At that time, I attended Westside Park, East Essex State School. I remember it as an okay experience, even if I was often truant. They served hot cereal and toast in the morning and they let me have double helpings. I've no existent report cards even though I tried to get them- or should I say, someone on my payroll when I was first putting my life story down in words tried to get them for me. They could find no record of my existence before 1968, let alone my education. Apparently, until I became a Tappet, I had no history and was a nonentity to the state.
A favorite place of mine at the time was the graveyard where my birth mother lay. I brought Snowball there several times to meet her. Her absence in my life had created a puzzling world of 'ifs' and 'maybes.' Life seemed so arbitrary, and I never seemed to have any fun. I visited her there to talk about it. To try to understand. Perhaps to pray, although no one had ever instructed me in religion until I met Mary Tappet. Piety back then seemed the farthest virtue from me. Stealing and sex seemed more natural. Life stole mothers. Lloyd stole sex. Every Sunday I would steal flowers from this fancy man's garden to put on my mother's grave. The garden was a large black-gated property at Rookery and Roanoke near Hoboken, owned by one of the richest families in Jersey City. In my mind at eight years old, if I thought about it at all, it must have seemed a palace beyond my imagination. But really, I don't remember what I felt as I scrambled through the property stealing their flowers. The electronic gate at the front driveway was always closed on Sundays, but back then it was no deterrent at all.
In the summer of 1968, all I had to do was rush in through the northern walkway, pick up carnations, roses, or whatever appealed to me, and rush out through the southern gate. I'd worked it three weeks in a row, when on the fourth attempt, laden with another fine bouquet for my mother's grave-site, I was attacked on my way out with the loot in hand.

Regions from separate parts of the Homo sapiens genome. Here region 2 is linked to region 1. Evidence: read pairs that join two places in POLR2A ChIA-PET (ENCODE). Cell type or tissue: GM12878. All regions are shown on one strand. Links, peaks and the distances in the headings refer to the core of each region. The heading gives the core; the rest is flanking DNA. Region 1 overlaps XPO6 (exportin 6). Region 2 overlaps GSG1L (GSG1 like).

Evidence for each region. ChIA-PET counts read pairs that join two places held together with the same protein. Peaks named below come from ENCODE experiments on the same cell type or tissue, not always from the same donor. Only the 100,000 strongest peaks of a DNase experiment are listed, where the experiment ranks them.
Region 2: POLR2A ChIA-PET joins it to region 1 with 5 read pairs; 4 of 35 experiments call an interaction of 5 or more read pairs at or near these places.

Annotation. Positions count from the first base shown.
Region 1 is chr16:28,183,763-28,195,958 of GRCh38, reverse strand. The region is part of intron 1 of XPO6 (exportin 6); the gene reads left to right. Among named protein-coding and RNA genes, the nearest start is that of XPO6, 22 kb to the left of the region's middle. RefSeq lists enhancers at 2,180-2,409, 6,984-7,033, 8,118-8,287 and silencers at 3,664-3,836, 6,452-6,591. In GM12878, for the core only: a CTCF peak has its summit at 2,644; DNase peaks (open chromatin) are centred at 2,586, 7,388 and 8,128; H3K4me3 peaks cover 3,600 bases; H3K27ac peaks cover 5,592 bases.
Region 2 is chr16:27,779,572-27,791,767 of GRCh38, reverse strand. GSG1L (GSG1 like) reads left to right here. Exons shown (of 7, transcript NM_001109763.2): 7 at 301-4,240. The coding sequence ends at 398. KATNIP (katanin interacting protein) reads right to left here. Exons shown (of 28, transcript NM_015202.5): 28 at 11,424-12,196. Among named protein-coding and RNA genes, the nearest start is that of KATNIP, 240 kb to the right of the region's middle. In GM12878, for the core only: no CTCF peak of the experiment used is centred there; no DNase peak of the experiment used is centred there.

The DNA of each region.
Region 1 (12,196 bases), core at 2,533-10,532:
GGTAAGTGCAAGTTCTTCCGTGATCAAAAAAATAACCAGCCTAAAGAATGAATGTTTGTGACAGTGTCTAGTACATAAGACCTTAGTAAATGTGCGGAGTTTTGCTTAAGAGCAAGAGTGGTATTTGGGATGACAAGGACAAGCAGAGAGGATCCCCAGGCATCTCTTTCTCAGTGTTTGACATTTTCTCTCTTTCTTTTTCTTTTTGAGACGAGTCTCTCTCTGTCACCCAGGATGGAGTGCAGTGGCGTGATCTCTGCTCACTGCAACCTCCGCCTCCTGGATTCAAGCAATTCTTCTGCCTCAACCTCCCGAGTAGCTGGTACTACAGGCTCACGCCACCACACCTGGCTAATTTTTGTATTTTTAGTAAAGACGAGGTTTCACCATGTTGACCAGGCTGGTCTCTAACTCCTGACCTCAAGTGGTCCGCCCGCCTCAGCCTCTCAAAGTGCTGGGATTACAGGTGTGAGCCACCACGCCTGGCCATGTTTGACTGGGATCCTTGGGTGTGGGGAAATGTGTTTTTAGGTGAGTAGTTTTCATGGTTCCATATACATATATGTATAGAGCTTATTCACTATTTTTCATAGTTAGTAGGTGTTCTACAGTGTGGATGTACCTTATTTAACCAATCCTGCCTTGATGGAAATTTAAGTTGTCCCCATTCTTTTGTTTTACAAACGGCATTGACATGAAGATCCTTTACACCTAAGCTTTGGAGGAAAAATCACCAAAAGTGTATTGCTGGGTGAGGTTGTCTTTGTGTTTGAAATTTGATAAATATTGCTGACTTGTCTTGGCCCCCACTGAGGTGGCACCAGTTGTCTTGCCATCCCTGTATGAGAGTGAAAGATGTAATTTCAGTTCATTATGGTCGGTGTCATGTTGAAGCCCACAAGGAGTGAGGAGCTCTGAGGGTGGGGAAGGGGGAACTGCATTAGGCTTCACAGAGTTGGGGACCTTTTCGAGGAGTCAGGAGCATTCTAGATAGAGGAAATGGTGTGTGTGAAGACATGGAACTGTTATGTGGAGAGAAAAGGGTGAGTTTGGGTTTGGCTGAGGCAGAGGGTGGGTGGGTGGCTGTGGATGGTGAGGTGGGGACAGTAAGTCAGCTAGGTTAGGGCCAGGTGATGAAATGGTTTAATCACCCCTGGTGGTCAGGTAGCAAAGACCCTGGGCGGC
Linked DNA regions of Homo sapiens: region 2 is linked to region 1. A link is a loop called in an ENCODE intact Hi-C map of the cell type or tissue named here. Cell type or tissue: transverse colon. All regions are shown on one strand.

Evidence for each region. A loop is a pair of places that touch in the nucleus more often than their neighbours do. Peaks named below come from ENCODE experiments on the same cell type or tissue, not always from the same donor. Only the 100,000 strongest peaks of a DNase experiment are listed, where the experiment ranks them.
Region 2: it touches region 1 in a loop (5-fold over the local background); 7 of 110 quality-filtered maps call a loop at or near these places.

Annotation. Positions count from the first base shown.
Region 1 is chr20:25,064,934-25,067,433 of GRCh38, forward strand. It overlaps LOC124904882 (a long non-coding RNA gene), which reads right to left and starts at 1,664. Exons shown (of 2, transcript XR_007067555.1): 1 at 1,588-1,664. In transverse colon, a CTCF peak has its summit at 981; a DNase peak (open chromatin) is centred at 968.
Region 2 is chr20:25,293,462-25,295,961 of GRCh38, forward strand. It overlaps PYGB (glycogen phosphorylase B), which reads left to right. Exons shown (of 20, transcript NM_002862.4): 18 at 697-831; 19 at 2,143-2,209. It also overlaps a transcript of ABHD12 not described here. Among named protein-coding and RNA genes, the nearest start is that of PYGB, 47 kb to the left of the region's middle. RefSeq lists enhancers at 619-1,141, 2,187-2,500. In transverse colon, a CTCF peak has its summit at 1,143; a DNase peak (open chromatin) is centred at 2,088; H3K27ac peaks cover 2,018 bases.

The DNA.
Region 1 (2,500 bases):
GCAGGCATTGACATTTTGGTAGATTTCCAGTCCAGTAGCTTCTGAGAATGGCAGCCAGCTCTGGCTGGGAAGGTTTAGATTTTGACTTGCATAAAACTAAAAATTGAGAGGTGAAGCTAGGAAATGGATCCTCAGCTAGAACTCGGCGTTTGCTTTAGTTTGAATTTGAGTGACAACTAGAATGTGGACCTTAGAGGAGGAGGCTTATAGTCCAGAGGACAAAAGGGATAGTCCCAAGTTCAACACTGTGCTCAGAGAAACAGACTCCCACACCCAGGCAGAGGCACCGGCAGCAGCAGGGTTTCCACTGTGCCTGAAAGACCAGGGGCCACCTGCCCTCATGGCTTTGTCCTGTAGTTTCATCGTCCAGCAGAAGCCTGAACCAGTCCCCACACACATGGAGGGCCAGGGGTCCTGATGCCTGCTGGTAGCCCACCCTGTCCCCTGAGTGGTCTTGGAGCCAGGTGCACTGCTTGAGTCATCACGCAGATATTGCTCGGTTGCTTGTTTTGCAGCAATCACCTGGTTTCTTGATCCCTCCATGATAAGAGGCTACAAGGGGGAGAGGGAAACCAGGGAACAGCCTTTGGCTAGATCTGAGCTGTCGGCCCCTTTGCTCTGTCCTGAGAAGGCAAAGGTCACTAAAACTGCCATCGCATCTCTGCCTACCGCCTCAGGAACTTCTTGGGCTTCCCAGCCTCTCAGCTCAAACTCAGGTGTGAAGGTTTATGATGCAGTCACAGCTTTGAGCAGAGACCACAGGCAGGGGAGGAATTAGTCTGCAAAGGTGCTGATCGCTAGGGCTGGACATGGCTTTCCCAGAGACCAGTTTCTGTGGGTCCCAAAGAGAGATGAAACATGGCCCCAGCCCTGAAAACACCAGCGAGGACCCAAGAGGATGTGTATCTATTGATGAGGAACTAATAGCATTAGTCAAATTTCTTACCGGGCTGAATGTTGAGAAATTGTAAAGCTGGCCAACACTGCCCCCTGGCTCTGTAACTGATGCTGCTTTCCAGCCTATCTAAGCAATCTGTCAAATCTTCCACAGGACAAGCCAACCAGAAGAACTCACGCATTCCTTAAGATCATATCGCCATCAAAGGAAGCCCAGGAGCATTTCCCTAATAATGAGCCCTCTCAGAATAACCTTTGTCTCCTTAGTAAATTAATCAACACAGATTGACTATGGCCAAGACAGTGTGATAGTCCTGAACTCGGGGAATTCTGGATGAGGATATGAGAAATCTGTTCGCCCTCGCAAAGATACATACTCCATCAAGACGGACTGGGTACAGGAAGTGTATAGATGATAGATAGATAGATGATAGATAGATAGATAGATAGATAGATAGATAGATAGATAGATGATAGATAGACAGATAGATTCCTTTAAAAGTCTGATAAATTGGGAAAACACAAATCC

The gardener, a tall spindly fellow with a long beard (much of this story is about men with long beards) who has since left the employ of the Tappets, must have been lying in wait. I was told later that he had been expecting a hippy, and not an eight-year-old boy. Hippies were just then starting to get bad press. I received a blow to the front of the head with the shovel, leading to bleeding and a serious concussion. I was knocked out. I almost died.
For this, I owe him everything, and although my life completely changed afterwards, to this day I curse him for it as well. As you will see, this is no exaggeration. My new dad, Stan, told me the gardener held a bizarre theory about the missing flowers. Stan called him 'a conspiracy nut,' but Mary, my new mother, called him, 'just a nut.'
I woke up in the hospital surrounded by a host of strange faces, perhaps ten of them. I'd have run for all my life, except I couldn't move. Comforting brown eyes from a face full of love and laughter riveted my attention even though I felt half asleep. I had seen black women before, and many of them, but I could see at once that she had formidable magic beyond her huge presence. Both her knowing gaze and the happiness that she radiated came to my mind as uncanny. Her brilliant dress fell into a category that isn't easily explained; it was outlandish but appeared quite natural on her huge frame; offbeat yet well-balanced; bright blue on dark black skin, but made of a texture and a color as befit her. She felt the little bit of my forehead that was exposed and her touch held tenderness and foreboding. I don't tell you that about Una just because I have known and loved her ever since that moment. I actually remember it happening that way, like a metaphysical second- but who can say for sure. Memories are all we have, and scientists say they aren't that reliable. That's just the way life is.
"Bryce whacked you good," she said with a giggle, her voice cheerful and her accent easy on my ears. "You'll live. The doctors here are expensive." She winked. "Where are your parents?"
"It was a shovel," I whispered feebly, and then heard another voice.
"Bryce said he tackled you and you hit your head on a stone."